Sunday, February 21, 2010

RAview: Blankets

Craig Thompson's Blankets is a graphic novel that follows Craig from boyhood to adulthood, and focuses on his first love.

I don't know how applicable pacing is to graphic novels, but despite being a shockingly fat book, this was a quick read. It has a higher proportion of images to words, which I prefer in GN. It's a character-driven story; the protagonist is sympathetic and likable. The girlfriend is complex but appealing, and the secondary characters are understandable tropes.

Story line themes include religion, faith, the pain of childhood, bullies, teenage sexual frustration, love, desire, abuse, teens shouldering excess responsibility, divorce, family, changing perspectives, drawing.

The wintry setting is meaningful as a symbol of change and innocence. Details illustrate Craig's love for Raina and his self-doubt/inner struggles with his faith. The tone, to me, was quite sad, but that could be unique to me as a reader. Other more common feelings are probably awe, wonder, longing, frustration, warmth, nostalgia.

The only book I've read that comes close to a readalike is Skim, which is a similarly quiet GN story of coming of age, contemplation of love, youthful angst. But it is slight compared to this book, and more visual and impressionistic. Weather and seasons also play a role. Blankets is more directly about a love relationship.

Saturday, February 13, 2010

RAview: Last Journey: A Father & Son in Wartime

Last Journey by Darrell Griffin Sr. and Darrell "Skip" Griffin Jr. is a nonfiction book about Skip's two tours in Iraq before he was killed in action in 2007. He had planned to write a book about his experiences, his take on war, and how to resolve the conflict, but his father finished the book by compiling his emails, journal entries, photos, and a blog post.

The pacing is fast, because of the organization of emails set amongst the father's narrative about Skip's tour and because battle scenes make readers anxious to find out what will happen and if Skip's men will survive. Skip is a philosopher, and he often discusses philosophies, although they aren't explained in detail in the book, so readers seeking a leg up learning philosophy should look elsewhere. Rather, these details help us get to know Skip and understand his beliefs and feelings.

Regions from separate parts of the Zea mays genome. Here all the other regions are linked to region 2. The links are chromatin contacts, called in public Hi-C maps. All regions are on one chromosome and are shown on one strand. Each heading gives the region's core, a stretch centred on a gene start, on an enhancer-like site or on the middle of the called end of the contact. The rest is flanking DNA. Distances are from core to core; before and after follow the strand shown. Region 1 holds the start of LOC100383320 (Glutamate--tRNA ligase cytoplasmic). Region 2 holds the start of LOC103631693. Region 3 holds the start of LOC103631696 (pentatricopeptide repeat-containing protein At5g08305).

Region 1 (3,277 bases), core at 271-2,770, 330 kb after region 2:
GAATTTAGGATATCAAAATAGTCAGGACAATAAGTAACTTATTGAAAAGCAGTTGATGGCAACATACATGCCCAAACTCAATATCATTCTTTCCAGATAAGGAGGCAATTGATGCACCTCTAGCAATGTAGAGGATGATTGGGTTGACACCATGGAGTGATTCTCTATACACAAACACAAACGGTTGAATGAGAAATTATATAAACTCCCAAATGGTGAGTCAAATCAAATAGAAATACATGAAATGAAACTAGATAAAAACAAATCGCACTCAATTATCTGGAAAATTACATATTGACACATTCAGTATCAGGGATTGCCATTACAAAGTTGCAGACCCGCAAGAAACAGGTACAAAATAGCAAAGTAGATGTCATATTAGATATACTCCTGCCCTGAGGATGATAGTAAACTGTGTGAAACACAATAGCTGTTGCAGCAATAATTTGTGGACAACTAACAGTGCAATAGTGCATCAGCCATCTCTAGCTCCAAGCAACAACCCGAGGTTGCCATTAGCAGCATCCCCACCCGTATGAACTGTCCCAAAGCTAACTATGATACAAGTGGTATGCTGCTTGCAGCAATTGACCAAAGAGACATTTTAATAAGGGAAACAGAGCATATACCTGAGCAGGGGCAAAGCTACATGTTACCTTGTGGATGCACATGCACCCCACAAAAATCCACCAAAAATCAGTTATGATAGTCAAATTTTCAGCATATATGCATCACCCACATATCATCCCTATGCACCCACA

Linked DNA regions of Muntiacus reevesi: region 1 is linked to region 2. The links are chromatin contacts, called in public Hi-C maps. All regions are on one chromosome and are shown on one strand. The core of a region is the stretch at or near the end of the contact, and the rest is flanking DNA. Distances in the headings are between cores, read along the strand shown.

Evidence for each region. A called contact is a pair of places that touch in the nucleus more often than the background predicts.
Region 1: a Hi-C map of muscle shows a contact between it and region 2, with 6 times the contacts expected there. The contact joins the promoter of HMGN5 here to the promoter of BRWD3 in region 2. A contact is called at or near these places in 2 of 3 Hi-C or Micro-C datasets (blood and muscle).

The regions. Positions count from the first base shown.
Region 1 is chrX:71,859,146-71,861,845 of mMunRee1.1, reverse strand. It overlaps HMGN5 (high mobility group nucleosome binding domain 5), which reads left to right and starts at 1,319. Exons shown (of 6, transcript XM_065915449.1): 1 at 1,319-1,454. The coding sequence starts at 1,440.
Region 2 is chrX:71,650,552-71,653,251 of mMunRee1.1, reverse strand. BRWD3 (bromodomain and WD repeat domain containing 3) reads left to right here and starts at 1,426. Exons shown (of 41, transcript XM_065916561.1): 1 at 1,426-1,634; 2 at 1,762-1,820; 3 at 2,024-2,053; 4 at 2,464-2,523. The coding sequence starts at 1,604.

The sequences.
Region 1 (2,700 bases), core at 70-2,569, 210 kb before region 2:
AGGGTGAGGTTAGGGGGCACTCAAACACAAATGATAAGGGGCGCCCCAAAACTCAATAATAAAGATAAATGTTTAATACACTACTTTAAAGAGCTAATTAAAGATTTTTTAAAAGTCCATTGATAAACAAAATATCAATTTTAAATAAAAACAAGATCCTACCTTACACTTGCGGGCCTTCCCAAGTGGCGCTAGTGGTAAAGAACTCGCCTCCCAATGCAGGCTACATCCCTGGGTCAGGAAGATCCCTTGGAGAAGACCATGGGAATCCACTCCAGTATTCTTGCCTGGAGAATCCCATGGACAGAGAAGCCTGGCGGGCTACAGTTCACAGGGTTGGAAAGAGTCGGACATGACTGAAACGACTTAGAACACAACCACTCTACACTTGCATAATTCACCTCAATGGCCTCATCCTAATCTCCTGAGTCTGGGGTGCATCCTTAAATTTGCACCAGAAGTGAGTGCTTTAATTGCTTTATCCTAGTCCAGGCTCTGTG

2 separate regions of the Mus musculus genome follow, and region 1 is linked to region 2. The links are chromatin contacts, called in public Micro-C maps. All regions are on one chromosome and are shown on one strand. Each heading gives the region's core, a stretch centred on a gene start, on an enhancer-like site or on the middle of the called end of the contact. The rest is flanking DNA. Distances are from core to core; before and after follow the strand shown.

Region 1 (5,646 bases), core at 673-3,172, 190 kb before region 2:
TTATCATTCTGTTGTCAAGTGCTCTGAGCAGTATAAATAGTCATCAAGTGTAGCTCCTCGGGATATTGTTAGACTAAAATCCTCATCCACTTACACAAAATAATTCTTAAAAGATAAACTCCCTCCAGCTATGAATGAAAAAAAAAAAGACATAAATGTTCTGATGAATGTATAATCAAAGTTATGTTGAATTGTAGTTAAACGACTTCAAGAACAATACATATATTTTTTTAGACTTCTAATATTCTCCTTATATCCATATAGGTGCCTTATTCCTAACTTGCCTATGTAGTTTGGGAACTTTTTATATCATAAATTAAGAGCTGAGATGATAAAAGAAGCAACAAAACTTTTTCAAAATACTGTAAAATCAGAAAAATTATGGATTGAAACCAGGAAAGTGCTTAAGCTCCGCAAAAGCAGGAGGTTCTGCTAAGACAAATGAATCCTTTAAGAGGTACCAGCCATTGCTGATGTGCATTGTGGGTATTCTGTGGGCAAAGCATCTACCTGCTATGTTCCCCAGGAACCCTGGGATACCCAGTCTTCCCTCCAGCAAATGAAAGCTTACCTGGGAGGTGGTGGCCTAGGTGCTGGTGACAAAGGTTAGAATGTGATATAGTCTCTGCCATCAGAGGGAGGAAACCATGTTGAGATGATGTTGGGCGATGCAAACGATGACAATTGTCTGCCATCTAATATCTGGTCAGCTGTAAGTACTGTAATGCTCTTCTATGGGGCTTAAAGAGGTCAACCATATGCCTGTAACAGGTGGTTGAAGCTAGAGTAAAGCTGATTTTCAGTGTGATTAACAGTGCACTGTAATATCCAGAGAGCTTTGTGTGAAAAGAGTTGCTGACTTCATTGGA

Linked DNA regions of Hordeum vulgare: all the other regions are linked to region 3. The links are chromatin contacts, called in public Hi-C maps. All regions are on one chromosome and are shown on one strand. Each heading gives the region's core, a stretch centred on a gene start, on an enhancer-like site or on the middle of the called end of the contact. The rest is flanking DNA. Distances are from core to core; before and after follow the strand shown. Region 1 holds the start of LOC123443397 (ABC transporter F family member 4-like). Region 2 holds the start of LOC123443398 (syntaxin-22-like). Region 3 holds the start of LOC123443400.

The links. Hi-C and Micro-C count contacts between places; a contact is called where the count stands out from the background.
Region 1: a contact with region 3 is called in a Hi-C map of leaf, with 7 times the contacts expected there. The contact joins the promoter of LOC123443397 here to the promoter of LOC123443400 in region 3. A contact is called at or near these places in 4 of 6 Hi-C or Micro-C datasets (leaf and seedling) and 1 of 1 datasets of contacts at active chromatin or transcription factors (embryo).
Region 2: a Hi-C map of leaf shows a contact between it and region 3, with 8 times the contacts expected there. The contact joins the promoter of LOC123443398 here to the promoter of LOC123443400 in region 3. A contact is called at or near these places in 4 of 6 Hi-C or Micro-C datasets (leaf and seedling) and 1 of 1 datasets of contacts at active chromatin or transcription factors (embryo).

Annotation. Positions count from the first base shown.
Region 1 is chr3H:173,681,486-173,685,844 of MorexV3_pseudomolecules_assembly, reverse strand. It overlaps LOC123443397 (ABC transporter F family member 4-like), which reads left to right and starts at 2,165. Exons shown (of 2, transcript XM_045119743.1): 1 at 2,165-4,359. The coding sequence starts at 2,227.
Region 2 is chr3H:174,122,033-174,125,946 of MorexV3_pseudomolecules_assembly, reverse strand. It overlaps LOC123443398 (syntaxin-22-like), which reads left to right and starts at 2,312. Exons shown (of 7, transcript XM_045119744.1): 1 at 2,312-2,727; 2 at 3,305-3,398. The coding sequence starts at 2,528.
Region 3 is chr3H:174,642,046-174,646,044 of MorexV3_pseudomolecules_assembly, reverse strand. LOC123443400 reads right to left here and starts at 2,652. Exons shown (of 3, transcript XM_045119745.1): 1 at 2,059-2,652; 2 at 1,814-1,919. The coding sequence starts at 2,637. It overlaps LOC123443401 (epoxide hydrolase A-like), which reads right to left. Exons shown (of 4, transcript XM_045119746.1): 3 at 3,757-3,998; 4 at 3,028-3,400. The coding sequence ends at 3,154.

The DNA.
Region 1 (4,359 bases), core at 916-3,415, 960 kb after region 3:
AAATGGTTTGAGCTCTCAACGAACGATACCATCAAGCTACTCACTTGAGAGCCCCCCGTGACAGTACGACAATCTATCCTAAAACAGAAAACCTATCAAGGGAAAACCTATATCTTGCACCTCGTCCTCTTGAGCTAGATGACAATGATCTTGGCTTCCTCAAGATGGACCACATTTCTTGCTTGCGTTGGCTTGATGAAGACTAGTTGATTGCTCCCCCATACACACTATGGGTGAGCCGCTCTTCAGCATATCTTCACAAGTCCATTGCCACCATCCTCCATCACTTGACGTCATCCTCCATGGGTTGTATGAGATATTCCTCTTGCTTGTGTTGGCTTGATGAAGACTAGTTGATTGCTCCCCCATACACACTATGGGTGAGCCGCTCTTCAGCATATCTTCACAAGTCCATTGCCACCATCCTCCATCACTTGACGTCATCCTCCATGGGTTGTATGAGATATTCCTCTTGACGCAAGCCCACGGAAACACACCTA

Anyone who has thought about our troops, has conflicting feelings about the war, or wondered what it was like to be there will appreciate this honest, ungarnished firsthand account. Specific U.S. political views are nearly absent even though Skip does discuss reasons for going to war, the absence of WMDs, the opposing Iraqi factions and the corruption of their police and military, and what could or should have been done instead.

There is violence and gore, but it is described as Skip experienced--a horrifying fact of his life that caused him to question his faith and made him nearly unable to come back to the U.S. and live within our sheltered world for his time off. The tone is searching, fearful, proud, deep, sad, and honorable.

Monday, February 8, 2010

Rose of No Man's Land

I just went on a one-hour, seemingly hopeless online search for a coming-of-age novel I read a couple of years ago. When I was reading Every Secret Thing, I made a note in the margin: "look up novel. teenage girls. friendship. drugs. putt putt. neon. elephant." That's all I remembered about it, but the girl friendship psychological stuff in Lippman's book and how it's so easy to tip into very bad territory reminded me of this primarily forgotten book that somehow stuck with me.

LibraryThing saved the day! Michelle Tea's Rose of No Man's Land came up when I searched a tag mashup of coming of age, drugs, fiction. Prior to that, I had spent a long time trying to find a site on which I could search plot synopses or browse by BISAC codes. I also came across Whichbook, which was fun, but not fruitful. I read on the fiction_l listserv that FictionDB is good for finding books that are escaping you, but I couldn't access a lot of the site since I don't subscribe.

I was on the edge of giving up, but I'm glad I didn't. Now I want to find more books like it.

Sunday, February 7, 2010

RAview: Laura Lippman's Every Secret Thing

Laura Lippman's Every Secret Thing is psychological suspense--I think it would qualify as my first thriller! I was anticipating something a bit more suspenseful, but I was intrigued by questionable characters and slowly revealed details from multiple perspectives.